I just realized that the story I read makes no mention of terraforming power, because at this point in the game I have 40 labs, 1000 factories, and 0.2 atm/year worth of terraformers. Perhaps we just grew our empires focused on different things, because I am seeing an accelerated growth in every aspect of my empire now due to not needing (m)any infrastructure any more except by choice (civilian money).

The advice offered is still invaluable, though. Thank you.

Offline Nathan_

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Re: How to Grow Empire?
« Reply #4 on: April 28, 2014, 03:22:06 PM »
As long as you aren't getting stopped by bottlenecks(minerals,wealth,workers) you are doing alright. if you're building up giant surpluses of any of the above though you should strive to use them.

Offline Arwyn

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Re: How to Grow Empire?
« Reply #5 on: August 11, 2014, 10:11:26 PM »
Part of the issue with Aurora is that there is no "best way" to win. One of the better features actually! :)

The big thing is the guys with heavy factory/labs probably started with a bigger initial population. Makes a huge difference at start. But, even with that, a lot of it comes down to the luck of the draw when it comes to minerals. You can have big initial pop, lots of factories and labs and wind up choked due to next to no adequate mineral supplies.

I play pretty conservatively at start until I can get a good survey done of the home system, and a solid supply of duranium lined up. The infamous "duranium crash" gets everyone at some point, so working around that is pretty key to keeping your production lines rolling smoothly. No other element bottlenecks you as bad as it, so I usually look for planets/moons/asteroids/comets in that order for duranium sources. Once I line them up, I start dumping mines and automines depending on the colony costs.

Venus is a good example, most of the games I have played, Venus has been loaded with something, in huge quantities, but crappy accessibility, and really crappy colony costs. That makes it a great spot for automines.

I save automines for hellholes, anything worth inhabiting gets regular mines, as they are FAR cheaper in material costs.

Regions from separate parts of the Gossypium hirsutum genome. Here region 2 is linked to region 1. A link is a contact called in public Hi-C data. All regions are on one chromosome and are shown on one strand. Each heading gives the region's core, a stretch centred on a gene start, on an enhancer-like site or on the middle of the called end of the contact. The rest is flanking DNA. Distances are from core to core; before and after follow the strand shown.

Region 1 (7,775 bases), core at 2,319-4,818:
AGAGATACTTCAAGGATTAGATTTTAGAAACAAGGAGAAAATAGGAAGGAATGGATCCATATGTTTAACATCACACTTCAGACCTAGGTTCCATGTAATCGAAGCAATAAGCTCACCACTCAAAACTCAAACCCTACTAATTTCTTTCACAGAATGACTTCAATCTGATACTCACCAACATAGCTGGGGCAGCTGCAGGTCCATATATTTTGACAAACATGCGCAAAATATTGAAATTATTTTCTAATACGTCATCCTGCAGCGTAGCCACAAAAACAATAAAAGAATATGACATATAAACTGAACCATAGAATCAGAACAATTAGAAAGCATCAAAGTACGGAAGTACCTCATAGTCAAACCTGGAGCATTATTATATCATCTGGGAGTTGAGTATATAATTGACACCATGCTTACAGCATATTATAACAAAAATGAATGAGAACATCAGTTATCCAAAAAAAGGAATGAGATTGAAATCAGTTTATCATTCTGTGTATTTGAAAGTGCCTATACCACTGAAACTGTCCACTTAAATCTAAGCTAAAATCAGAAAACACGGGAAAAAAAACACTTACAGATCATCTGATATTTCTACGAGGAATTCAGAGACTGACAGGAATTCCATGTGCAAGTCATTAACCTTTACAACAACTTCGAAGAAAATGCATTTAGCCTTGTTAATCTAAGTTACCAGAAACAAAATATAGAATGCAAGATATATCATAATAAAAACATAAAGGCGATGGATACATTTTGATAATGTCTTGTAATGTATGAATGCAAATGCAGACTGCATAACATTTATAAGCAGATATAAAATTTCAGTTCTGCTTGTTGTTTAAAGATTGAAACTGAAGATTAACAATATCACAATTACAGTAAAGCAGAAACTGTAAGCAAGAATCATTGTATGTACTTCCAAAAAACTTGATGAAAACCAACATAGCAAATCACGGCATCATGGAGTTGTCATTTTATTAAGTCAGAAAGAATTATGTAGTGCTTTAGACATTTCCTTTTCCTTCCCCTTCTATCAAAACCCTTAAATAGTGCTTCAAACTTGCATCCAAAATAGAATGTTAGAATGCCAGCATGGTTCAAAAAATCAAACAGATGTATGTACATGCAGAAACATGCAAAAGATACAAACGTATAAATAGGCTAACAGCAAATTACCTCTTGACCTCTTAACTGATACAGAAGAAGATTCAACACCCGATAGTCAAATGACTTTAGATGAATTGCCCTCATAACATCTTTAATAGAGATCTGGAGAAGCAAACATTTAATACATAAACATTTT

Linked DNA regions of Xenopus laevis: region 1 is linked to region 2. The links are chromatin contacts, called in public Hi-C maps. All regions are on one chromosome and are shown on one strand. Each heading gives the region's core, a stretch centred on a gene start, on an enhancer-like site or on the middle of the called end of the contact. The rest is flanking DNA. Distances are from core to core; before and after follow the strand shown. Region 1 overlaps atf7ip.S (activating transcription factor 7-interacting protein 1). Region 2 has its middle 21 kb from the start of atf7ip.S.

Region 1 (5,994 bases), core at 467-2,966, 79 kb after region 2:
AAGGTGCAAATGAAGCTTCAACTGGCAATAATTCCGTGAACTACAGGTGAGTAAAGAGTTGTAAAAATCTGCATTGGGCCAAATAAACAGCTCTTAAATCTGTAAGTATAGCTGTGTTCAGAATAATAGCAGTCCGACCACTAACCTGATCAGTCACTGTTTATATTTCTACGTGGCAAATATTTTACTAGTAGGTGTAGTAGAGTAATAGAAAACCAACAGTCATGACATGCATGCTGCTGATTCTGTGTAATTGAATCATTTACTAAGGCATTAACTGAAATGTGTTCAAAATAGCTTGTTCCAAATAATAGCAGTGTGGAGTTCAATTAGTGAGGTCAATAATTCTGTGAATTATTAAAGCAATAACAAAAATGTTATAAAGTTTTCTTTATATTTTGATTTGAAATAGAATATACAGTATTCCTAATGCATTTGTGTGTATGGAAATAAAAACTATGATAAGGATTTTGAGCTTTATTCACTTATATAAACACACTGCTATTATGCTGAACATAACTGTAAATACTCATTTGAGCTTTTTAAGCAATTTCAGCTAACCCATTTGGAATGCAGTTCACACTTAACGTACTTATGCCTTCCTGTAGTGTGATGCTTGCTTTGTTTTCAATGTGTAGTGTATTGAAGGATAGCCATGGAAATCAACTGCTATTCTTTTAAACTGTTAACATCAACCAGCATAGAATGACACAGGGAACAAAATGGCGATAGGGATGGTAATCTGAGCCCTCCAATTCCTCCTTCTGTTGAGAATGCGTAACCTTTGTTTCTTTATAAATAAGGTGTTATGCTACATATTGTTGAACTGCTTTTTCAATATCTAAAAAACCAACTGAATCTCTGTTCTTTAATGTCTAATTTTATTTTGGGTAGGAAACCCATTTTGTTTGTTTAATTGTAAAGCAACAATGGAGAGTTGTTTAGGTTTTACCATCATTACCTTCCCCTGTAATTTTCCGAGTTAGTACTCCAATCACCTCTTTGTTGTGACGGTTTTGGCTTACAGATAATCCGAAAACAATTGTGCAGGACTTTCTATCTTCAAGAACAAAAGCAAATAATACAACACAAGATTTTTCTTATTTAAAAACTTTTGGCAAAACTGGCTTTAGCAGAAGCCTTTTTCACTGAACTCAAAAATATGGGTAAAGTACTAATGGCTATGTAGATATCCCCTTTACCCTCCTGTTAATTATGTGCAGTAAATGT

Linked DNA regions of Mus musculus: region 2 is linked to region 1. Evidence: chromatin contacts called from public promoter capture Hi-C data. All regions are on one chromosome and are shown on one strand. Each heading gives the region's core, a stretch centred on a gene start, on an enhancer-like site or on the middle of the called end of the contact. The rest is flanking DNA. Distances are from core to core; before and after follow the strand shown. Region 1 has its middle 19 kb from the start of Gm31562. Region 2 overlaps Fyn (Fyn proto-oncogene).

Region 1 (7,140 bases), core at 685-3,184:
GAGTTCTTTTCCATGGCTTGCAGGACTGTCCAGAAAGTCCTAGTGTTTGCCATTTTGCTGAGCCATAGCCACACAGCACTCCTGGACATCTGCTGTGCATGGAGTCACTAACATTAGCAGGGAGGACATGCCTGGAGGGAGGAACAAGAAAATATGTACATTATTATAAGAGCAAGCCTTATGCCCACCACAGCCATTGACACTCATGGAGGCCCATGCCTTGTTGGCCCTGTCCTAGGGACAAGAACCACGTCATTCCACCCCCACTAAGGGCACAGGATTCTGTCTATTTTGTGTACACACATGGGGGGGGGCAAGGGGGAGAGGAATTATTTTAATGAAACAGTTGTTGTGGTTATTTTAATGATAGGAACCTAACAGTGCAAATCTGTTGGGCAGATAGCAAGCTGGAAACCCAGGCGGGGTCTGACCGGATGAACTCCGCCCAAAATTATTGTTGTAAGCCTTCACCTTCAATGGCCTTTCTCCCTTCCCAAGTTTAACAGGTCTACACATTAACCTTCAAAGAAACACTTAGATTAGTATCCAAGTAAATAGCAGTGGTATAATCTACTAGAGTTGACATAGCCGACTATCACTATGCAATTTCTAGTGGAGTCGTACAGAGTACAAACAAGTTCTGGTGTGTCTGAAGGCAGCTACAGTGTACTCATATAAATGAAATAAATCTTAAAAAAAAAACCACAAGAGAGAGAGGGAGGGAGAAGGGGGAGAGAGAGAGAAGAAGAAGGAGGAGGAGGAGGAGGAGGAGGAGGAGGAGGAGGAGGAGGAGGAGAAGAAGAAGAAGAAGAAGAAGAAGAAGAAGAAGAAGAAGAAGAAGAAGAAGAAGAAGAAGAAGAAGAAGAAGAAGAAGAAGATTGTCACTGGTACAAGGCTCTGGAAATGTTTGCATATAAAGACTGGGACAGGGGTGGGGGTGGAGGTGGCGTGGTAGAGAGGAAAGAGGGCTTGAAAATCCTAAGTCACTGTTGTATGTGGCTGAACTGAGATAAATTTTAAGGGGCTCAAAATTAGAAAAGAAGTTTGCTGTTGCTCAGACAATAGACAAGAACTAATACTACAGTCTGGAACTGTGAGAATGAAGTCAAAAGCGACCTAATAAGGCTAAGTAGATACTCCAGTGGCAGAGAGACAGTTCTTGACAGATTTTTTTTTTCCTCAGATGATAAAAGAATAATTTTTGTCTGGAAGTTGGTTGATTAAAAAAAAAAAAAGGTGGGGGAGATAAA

That being said, under 6.4, Sorium CAN be a big issue as well, so grab what you can there as well. Tritanium runs a distant third, I have only had issues with it if I am REALLY burning through missile stocks. I try to keep solid stocks of those around.

One handy thing to run is asteroid miners. If you have lots of dinky asteroids that aren't worth shipping automines and mass drivers to, they can be worthwhile with an asteroid miner on automation orders. Just make sure to have a cargo ship with the miner, or cargo holds on it. I like them as an early tech goal, as they can be really useful to mine systems that you cant otherwise get to. IMO they save you a lot in fuel costs in NOT having to ship automines around.

The other big thing post 6.x engine changes is FUEL. Getting some forward bases setup for refueling and resupply helps immensely in getting further afield from Sol or another home star. I run about two jumps out from homeworld before I drop a base somewhere along the warp chain to keep supplies going. If your going to do this with exploration ships to keep them going, crank the crew duration up to a year or more to keep them in the field.

One REALLY handing thing now is civilian shipping. Setting up supply orders on your homeworld, and demand orders elsewhere works pretty well. UNTIL you run into NPR's who want to trade, thats when the civvies will go running off to strange new worlds....

FYI subsidizing civvie shipping lines is great way to get more civ ships out there in the field and working for you.

As far as exploring, there are a couple of schools of though. Go big, with a combined fleet that can probe, survey, and shoot their way through stuff (hopefully). Or, go cheap, and put out a lot of very cheap disposable small ships. You are going to lose them, and losses in Geosurvey will be the majority of them, but they are cheap and easy to replace.

I tend to go the "lots of cheap" early on, as it gets me a head start on finding something decent if I have a poor starting system. As time goes by, I tend to "gun up" the survey ships/fleets as things (NPRs) get bigger and more dangerous. I don't tend to go big at start because its A) Slow as hell, B) Expensive as hell, and C) BORING. Also, I have found that even a decent gunned up survey fleet can get its collective butt handed to it by a dedicated anti-shipping fleet or more annoying Swarm!

Fast exploration can also get you in a lot of hot water fast, so you better have some military ships! :) IMO that makes the game a bit fun when you get yourself in a tight spot and you have to really work at it. Makes the fights WAY more meaningful when the Battle Fleet is ALL the fleet you have between the Big Bad NPR and your homeworld!

Two other things I usually run for fast as far as techs, Expanding the Civilian Economy, Improving Research, and Construction Efficiency. If your really building like mad, and running the civvie shipping around, you need cash. Expanding the economy research helps a LOT in keeping that rolling.

Anyway, a lot of this is still up to your actual playstyle, but the forum is great place to ping folks for creative things to do to pick up the economy or surprise the NPR's! Good luck!